Rick Roach is a school board member in Orange County, Florida. He took the state test, the FCAT, and concluded that it is a very poor measure of student learning and is consuming far too much instructional time.

Rick Roach joins the honor roll of champions of public education. The honor roll consists of people who fight for good education for all children; who oppose privatization and high-stakes testing; and who break ranks and take risks to speak out. They may be state board members, local school board members, superintendents, principals, teachers, parents, and concerned citizens.

A reader sent this story about him.

Last winter, when he took the FCAT, he failed both sections. He said he knew none of the answers to the math questions, but managed to get 62% on the reading section. His story was written up by Marion Brady for Valerie Strauss’s Answer Sheet column in the Washington Post.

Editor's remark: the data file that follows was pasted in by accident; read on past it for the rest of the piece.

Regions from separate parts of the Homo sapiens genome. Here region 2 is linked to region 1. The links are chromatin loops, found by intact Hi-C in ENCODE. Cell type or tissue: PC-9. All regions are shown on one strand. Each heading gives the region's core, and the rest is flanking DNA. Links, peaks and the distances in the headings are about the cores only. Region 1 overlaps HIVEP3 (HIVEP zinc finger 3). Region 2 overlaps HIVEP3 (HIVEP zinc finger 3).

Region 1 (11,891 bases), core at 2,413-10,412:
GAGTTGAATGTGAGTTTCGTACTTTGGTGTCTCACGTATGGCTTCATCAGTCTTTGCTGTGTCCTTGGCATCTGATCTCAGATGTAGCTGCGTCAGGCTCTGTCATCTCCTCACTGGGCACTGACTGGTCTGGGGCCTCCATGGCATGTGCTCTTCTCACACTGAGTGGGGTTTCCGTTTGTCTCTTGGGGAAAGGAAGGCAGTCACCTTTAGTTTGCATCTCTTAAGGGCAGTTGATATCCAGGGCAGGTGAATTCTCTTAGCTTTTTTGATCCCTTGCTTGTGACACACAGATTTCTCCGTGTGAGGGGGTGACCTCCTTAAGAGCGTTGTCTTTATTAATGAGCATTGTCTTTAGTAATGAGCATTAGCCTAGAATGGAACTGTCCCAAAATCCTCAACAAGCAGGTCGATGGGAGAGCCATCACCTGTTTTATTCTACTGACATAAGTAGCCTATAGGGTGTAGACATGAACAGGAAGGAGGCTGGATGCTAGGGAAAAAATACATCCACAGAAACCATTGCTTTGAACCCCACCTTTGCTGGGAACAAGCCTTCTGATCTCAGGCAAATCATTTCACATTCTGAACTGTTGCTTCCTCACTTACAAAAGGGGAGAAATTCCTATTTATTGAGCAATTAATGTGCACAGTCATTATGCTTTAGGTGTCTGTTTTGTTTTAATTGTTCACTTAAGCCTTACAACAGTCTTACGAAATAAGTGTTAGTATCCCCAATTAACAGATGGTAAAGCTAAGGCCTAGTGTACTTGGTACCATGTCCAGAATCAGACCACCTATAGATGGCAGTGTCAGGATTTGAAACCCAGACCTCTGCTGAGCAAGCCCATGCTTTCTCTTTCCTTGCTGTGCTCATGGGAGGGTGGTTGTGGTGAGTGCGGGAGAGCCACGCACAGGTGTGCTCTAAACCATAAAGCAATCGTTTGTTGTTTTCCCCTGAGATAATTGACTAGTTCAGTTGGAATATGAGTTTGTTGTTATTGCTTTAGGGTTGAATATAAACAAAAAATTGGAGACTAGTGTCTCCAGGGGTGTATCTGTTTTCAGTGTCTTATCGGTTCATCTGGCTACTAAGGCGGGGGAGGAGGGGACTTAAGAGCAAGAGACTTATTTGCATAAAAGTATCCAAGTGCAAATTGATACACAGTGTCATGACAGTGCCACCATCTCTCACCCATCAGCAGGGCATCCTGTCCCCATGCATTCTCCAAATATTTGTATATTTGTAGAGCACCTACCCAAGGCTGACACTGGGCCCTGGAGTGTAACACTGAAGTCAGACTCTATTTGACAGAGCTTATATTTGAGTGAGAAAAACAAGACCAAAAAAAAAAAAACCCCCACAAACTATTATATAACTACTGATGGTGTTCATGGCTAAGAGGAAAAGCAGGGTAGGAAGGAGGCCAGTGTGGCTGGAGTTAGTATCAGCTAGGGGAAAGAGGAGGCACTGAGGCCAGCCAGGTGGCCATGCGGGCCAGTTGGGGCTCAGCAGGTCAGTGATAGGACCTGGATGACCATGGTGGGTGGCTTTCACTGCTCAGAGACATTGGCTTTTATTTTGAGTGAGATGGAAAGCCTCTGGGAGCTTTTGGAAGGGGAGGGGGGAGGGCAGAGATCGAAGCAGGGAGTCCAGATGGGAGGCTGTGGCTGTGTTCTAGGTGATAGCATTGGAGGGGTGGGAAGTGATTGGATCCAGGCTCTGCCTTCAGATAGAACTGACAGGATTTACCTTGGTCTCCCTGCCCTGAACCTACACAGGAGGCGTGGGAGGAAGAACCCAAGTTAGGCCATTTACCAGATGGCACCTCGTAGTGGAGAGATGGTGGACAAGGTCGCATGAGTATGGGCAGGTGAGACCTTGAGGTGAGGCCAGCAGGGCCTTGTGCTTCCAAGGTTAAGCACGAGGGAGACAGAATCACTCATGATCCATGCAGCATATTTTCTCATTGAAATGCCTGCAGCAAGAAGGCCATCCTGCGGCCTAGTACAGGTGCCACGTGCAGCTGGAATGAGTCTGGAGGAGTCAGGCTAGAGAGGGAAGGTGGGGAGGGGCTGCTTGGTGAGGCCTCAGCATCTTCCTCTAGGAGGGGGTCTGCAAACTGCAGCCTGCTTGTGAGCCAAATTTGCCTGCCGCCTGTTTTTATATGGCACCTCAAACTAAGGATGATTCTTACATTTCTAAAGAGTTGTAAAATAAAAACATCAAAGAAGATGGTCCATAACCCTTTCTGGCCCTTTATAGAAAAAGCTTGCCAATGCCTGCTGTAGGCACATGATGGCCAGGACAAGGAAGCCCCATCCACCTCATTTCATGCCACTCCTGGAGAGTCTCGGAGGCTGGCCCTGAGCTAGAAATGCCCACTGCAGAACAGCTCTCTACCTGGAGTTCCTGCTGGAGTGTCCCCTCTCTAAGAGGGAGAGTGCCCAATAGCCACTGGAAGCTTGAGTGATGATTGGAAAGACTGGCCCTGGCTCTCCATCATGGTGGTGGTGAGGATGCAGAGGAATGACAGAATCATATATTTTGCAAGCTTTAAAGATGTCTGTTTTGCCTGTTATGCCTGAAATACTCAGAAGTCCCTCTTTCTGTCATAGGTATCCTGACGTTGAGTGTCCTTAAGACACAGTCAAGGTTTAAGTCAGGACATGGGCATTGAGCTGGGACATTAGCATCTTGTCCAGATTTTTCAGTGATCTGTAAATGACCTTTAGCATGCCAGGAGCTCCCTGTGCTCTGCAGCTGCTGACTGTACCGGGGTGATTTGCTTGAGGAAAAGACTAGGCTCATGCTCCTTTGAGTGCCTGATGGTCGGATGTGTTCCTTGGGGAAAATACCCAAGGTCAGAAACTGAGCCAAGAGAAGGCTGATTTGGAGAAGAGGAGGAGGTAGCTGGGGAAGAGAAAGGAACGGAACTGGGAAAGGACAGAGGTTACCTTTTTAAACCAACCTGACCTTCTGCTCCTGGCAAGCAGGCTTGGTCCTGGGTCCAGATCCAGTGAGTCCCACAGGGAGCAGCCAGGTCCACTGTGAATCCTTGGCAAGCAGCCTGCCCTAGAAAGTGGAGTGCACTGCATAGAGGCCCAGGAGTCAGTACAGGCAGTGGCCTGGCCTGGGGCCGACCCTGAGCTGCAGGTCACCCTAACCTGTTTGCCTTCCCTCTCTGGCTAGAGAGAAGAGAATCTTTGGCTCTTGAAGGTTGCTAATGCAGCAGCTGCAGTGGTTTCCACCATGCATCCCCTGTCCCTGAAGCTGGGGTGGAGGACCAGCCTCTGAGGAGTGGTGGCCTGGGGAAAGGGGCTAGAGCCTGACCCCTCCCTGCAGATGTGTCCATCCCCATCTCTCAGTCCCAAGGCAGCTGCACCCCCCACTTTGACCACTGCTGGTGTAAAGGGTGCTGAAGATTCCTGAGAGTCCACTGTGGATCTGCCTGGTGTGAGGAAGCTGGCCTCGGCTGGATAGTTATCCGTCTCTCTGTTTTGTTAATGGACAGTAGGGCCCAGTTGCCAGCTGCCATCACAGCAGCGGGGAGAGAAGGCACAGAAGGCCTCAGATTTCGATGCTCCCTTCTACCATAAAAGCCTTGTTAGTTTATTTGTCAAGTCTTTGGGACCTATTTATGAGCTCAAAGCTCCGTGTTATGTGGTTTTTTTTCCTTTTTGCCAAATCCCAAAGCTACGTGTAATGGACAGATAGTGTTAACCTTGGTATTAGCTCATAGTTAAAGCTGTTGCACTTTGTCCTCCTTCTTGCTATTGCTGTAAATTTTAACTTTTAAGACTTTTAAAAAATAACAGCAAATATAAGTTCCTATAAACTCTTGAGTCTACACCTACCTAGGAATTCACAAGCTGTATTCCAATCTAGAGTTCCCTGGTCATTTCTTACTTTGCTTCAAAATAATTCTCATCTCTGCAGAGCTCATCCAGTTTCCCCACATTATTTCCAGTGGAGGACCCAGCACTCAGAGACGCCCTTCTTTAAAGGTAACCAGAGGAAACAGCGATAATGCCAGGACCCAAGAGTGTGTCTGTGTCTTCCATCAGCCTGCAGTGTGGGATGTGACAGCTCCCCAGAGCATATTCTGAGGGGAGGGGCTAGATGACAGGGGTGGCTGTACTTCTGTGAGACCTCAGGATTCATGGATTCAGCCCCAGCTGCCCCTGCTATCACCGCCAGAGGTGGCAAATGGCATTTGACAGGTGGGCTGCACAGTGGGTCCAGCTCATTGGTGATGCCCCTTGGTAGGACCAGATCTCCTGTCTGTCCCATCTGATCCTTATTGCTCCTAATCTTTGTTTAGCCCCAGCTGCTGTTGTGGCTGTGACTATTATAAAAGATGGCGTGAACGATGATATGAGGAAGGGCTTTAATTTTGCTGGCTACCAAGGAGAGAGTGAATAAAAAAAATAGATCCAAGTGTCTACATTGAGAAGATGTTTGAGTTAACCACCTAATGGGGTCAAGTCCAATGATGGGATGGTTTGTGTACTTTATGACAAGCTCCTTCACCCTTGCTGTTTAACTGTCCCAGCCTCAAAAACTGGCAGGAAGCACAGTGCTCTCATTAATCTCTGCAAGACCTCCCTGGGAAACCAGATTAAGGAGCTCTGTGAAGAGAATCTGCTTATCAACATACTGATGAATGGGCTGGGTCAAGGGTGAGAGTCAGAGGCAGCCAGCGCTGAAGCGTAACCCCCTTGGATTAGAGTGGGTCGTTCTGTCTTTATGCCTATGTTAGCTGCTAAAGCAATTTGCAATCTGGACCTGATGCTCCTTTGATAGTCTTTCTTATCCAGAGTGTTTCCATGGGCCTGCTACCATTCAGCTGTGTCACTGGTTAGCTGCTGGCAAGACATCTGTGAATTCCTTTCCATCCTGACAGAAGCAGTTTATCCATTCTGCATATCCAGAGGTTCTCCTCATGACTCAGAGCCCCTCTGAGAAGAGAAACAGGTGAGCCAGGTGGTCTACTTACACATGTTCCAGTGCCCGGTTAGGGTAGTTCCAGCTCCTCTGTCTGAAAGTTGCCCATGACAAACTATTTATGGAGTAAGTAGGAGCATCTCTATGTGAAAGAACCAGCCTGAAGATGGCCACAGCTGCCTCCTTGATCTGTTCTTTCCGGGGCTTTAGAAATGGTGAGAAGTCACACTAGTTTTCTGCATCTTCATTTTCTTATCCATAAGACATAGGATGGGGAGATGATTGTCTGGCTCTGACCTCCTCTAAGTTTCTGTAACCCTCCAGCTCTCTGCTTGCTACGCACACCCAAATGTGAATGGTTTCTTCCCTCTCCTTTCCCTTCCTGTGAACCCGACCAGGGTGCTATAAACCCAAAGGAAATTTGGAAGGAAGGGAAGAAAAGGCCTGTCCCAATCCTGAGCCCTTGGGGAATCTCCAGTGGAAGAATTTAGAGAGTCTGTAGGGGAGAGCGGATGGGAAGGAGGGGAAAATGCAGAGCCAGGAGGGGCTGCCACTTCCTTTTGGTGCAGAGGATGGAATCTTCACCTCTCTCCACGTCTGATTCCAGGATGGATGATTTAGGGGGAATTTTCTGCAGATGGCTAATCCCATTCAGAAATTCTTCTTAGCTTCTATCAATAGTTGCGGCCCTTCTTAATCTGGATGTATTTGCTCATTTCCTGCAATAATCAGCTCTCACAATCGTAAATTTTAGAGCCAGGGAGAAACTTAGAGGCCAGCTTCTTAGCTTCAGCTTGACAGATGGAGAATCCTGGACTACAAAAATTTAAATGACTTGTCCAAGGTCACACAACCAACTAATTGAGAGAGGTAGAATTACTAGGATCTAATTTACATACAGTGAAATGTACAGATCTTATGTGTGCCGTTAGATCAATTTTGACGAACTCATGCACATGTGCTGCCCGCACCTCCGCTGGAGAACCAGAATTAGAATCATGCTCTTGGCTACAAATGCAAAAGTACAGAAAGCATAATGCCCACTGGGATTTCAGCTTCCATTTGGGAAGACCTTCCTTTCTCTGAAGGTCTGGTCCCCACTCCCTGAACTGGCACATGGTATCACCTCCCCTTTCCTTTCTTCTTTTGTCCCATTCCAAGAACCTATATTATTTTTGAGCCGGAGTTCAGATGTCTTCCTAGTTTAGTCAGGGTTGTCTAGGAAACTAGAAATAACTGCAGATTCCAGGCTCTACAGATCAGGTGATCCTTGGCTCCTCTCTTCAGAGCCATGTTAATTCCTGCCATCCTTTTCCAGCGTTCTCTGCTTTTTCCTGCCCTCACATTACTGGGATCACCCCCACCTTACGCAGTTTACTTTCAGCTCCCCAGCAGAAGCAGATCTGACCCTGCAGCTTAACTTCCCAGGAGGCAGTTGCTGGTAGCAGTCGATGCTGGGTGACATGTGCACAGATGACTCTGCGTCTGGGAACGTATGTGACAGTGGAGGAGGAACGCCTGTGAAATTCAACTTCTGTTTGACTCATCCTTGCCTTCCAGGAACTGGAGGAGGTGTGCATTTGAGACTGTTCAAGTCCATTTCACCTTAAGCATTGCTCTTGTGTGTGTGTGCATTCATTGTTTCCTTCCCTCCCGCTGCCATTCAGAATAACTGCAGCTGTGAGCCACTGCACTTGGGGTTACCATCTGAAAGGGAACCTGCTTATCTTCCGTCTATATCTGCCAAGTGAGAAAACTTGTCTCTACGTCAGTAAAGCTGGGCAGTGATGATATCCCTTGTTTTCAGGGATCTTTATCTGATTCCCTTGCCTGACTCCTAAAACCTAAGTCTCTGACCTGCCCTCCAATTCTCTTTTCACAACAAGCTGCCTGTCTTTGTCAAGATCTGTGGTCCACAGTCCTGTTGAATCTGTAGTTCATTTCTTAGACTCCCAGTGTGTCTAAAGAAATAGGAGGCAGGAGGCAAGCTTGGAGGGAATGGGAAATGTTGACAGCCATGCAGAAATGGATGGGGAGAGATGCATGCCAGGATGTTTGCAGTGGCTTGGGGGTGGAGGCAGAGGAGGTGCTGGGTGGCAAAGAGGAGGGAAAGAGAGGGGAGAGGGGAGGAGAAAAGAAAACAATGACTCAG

Roach said this to Brady:

“A test that can determine a student’s future life chances should surely relate in some practical way to the requirements of life. I can’t see how that could possibly be true of the test I took.”

Then he added, “It makes no sense to me that a test with the potential for shaping a student’s entire future has so little apparent relevance to adult, real-world functioning. Who decided the kind of questions and their level of difficulty? Using what criteria? To whom did they have to defend their decisions? As subject-matter specialists, how qualified were they to make general judgments about the needs of this state’s children in a future they can’t possibly predict? Who set the pass-fail “cut score”? How?”

“I can’t escape the conclusion that decisions about the [state test] in particular and standardized tests in general are being made by individuals who lack perspective and aren’t really accountable.”